Making an Administrative Wrongful Levy Claim Under Internal Revenue Code (IRC) Section 6343(b

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What is an administrative wrongful levy claim under IRC section 6343(b) – An administrative wrongful levy claim under IRC section 6325(b) is an administrative claim made when the IRS levies or seizes property to collect a tax debt and a person other than the taxpayer who owes the taxes believes the property levied or seized belongs to them, or that they have a superior claim to the property that is not being recognized by the IRS. Who may make an administrative wrongful levy claim – Any person (other than the person against whom the tax is assessed and for which the IRS levied or seized property to collect) may make an administrative wrongful levy claim. If you believe the property levied or seized belongs to you and not the person against whom the tax is assessed, or if you believe you have a superior claim against the property that is not being recognized by the IRS, you may make an administrative wrongful levy claim. How does a person make an administrative wrongful levy claim – You can submit a written request that the IRS return the levied or seized property, recognize your superior claim to the property, or return to you any proceeds the IRS received from the levy or from the sale of the seized property. NOTE: As an alternative to making an administrative wrongful levy claim, IRC section 7426(a) provides that a third party may bring a civil action against the United States in a district court of the United States seeking the same relief. If you file an administrative wrongful levy claim and it is rejected by the IRS, you can still bring a civil action in district court. If you choose to bring a civil action, you should consult with an attorney to determine the proper procedure. Is there a time limit for making an administrative wrongful levy claim – 1. If the United States has not yet sold seized property, a wrongful levy claim may be made. 2. If seized property has been sold, or if cash has been turned over to the IRS by the person upon whom a levy was served, a wrongful levy claim must be made before the expiration of 9 months from the date of the seizure or levy. NOTE: If you choose to bring a civil action in district court, these same time limitations apply. The time for bringing a civil action is not suspended while the IRS considers an administrative wrongful claim, or during any period while the rejection of a claim is being administratively appealed. Where should an administrative wrongful levy claim be filed – Your claim should be in the form of a letter addressed to the Internal Revenue Service, and marked for the attention of the Advisory Territory Manager for the area where the taxpayer whose tax liability was the basis for the levy or seizure resides. Publication 4235, Technical Services (Advisory) Addresses, provides the mailing address for the appropriate Advisory Territory Manager. What information should be included with an administrative wrongful levy claim – Your claim should include the following: 1. The name and address of the person making the claim. 2. A detailed description of the levied or seized property. 3. A detailed description of your basis for claiming an interest in the levied or seized property. 4. The name and address of the person against whom the tax was assessed. 5. The IRS office that issued the levy or made the seizure. 6. A copy of the levy (Form 668-A, Form 668-B, or Form 668-W) or a statement why a copy of the levy is not available. 7. A copy of any Notice(s) of Federal Tax Lien that has been filed, if available. 8. Any documents that support your claim. If the IRS decides to reject your administrative wrongful levy claim, may the determination be appealed – If your claim is rejected, you have the right to appeal this determination through the Collection Appeals Program (CAP), as explained in Publication 1660, Collection Appeal Rights.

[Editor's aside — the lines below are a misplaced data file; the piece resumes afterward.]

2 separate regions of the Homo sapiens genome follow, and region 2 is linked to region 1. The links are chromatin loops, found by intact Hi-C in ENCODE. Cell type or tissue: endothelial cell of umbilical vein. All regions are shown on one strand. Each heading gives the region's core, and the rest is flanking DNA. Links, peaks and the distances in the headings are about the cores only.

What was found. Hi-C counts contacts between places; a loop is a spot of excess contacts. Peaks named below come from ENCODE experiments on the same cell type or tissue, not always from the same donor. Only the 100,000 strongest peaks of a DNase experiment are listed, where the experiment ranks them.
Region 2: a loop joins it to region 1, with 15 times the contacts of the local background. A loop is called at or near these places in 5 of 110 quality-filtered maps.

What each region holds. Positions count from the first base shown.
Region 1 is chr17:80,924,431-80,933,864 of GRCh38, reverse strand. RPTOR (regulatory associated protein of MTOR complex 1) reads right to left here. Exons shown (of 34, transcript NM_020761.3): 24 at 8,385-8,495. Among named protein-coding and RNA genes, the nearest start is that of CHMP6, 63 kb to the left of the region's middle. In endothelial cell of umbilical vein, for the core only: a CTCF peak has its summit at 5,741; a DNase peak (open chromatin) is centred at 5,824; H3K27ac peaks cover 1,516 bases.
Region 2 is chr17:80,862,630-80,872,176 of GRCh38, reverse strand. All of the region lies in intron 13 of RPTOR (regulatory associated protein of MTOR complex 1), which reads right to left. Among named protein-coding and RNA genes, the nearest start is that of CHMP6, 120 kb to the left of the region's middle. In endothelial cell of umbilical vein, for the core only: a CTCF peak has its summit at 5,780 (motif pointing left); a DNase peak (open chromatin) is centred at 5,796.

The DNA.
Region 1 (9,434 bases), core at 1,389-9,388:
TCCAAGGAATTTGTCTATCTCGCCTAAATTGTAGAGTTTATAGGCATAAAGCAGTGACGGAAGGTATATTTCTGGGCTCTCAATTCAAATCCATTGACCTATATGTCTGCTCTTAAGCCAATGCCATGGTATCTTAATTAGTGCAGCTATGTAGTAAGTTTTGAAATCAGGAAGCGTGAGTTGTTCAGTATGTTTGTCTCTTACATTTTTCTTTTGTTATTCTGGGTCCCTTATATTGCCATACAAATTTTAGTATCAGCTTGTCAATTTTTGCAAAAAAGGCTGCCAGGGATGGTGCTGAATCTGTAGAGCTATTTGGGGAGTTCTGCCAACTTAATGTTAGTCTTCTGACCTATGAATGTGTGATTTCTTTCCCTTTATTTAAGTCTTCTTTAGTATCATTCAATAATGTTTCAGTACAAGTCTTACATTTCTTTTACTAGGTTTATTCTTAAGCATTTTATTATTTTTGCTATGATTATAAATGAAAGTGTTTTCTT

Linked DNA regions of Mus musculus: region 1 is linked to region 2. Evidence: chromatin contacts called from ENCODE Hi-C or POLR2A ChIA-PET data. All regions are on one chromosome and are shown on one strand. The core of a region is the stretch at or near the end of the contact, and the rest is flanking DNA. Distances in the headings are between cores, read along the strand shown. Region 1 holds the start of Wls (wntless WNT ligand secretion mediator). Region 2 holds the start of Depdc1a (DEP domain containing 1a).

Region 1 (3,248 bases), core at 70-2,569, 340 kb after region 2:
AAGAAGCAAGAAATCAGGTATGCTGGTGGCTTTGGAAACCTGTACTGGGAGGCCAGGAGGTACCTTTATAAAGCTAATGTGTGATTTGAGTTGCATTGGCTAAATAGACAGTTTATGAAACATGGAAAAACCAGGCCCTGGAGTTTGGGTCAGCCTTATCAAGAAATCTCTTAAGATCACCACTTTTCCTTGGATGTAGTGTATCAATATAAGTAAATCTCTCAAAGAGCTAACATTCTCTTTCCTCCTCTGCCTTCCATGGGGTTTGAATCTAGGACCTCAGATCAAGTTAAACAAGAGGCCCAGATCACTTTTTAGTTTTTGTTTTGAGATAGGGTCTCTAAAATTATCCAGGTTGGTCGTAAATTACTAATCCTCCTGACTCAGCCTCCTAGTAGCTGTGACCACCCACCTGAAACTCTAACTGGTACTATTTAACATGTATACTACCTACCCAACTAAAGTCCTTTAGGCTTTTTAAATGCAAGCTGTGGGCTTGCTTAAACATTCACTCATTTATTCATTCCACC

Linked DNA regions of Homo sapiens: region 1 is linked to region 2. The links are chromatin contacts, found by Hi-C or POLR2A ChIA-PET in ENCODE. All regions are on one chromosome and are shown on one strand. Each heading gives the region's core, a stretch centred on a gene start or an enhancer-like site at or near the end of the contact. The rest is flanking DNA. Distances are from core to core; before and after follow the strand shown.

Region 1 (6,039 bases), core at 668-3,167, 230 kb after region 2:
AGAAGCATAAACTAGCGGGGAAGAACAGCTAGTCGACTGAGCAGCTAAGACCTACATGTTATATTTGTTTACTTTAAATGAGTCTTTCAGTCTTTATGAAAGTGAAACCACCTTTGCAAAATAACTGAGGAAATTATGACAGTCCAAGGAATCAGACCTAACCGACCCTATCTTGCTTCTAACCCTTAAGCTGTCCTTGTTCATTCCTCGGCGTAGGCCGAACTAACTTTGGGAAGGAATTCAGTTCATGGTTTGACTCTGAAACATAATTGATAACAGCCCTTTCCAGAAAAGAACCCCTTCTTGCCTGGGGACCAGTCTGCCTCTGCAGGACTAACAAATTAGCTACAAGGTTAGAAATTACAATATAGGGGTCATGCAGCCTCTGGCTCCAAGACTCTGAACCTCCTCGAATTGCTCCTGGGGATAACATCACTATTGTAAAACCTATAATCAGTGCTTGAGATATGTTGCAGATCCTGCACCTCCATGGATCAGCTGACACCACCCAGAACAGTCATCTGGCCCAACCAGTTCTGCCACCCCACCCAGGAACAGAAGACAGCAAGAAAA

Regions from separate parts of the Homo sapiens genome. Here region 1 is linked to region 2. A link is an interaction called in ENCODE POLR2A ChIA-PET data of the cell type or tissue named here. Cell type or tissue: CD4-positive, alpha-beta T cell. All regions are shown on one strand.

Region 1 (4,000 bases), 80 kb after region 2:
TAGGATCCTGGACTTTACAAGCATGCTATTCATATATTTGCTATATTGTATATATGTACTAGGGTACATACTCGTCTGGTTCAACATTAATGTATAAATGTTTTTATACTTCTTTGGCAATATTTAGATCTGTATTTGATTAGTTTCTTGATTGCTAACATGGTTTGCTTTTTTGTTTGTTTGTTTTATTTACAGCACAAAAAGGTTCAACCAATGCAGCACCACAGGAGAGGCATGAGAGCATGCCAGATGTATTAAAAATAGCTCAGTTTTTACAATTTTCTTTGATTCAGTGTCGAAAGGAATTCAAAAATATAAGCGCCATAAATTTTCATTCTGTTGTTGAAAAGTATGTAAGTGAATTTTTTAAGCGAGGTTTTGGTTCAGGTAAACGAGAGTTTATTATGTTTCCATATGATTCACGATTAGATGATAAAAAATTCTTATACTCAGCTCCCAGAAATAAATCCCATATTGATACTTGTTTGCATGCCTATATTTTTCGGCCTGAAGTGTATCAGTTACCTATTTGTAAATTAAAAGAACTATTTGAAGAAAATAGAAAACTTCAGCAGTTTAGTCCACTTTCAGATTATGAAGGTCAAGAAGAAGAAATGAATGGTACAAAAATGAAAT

Department of Treasury Internal Revenue Service

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Publication 4528 (Rev. 5-2006) Catalog Number 48515Q